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Use Your Heart in the Workplace to Create More Engagement

February 12, 2019 Joe Mechlinski

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Today's workers want connection. Many people who've just entered or will enter the workplace are seeking more than a job. 

This contrasts with the baby boomer generation. Back then, it was all about compliance, control, and compensation. People were content with being part of a hierarchical system. They devoted themselves to the company and the job. They were a generation in tune with the brain in the head, which is about planning, innovation, and following a path.

The members of Generation X took a different path. They believed in following their passion. It’s the generation that grew up on Rocky and Rambo. Generation Xers believe that where there is a will there’s a way, and nobody should ever accept that no is the end of the road—a sense of determination that perfectly aligns with the brain in the heart.

Level of passion speaks to the question of whether you own what you do in your heart. 

Does your belief in the company make you want to do a great job at work, or are you completely indifferent to the company’s success?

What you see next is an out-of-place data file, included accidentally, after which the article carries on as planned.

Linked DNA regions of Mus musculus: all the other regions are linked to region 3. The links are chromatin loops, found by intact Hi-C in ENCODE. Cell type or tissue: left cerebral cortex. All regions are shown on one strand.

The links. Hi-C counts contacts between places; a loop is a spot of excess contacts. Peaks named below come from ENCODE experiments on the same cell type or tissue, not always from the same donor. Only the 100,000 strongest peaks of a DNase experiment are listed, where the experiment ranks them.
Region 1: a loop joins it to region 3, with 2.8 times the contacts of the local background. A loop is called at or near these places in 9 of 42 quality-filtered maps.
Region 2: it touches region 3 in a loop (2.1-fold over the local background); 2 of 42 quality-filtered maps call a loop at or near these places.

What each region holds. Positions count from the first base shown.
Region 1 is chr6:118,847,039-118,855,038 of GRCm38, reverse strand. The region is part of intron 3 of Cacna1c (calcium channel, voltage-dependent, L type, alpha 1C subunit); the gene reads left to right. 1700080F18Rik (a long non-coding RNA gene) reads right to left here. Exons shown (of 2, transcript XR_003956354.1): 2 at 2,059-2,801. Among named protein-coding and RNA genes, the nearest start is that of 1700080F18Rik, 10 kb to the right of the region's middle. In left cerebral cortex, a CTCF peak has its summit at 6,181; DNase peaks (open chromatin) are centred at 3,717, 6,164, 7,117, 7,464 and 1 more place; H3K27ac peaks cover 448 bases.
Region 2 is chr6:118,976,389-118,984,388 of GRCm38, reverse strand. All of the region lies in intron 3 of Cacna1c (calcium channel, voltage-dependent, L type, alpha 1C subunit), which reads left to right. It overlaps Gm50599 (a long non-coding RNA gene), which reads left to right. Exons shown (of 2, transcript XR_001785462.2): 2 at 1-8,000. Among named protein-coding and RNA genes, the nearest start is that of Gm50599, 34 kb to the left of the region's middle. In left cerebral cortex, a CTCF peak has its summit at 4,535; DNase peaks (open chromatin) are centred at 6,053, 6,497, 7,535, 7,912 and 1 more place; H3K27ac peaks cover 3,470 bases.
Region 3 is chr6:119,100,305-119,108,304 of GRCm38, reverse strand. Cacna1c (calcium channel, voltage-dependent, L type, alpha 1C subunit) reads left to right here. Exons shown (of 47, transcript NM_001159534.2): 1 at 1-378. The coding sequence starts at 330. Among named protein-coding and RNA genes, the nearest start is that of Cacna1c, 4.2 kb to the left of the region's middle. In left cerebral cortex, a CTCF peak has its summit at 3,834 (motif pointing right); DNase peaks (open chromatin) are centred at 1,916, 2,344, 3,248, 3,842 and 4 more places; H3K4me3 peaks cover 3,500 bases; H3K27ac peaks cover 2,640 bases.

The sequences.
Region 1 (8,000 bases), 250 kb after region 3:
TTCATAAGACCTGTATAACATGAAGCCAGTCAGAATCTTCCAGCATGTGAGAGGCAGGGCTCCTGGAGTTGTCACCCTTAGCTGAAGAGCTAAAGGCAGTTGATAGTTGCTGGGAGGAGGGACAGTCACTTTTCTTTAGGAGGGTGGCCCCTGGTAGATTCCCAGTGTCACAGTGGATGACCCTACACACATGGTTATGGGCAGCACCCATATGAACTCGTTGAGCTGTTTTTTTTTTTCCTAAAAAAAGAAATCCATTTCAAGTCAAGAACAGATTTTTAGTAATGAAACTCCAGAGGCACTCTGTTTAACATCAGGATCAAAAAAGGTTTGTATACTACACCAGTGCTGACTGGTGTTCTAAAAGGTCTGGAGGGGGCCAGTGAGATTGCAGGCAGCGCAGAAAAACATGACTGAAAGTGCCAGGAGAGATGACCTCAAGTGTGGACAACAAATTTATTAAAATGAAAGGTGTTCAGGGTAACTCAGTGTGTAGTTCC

We surveyed a group of employees to learn whether, if knowing what they now know, they would accept the job again if offered it today—72 percent answered in the affirmative. This sounds high, but is it really? Over a quarter of the company would choose not to take the job again. 

Would you go to a restaurant if a quarter of the diners said they’d never come back? 

It’s no wonder we have such tremendous divisions in this country. People aren’t finding an outlet for their passion at work, so at home they turn to politics to fill the need. It’s negative passion that results in blaming others and pointing fingers for the great frustrations in our lives. When a kid isn’t being paid attention to, he or she acts out. This is essentially what the adult workforce is doing right now.

Willingness to suffer is the question of whether you’re prepared to push through when confronted with the harder, less appealing aspects of the job. Not every task we are asked to do at work is glamorous or fulfilling, but if we believe in the overall mission, we are willing to tolerate these elements as part of the job.

It’s when we don’t agree with the mission that these tasks become onerous.

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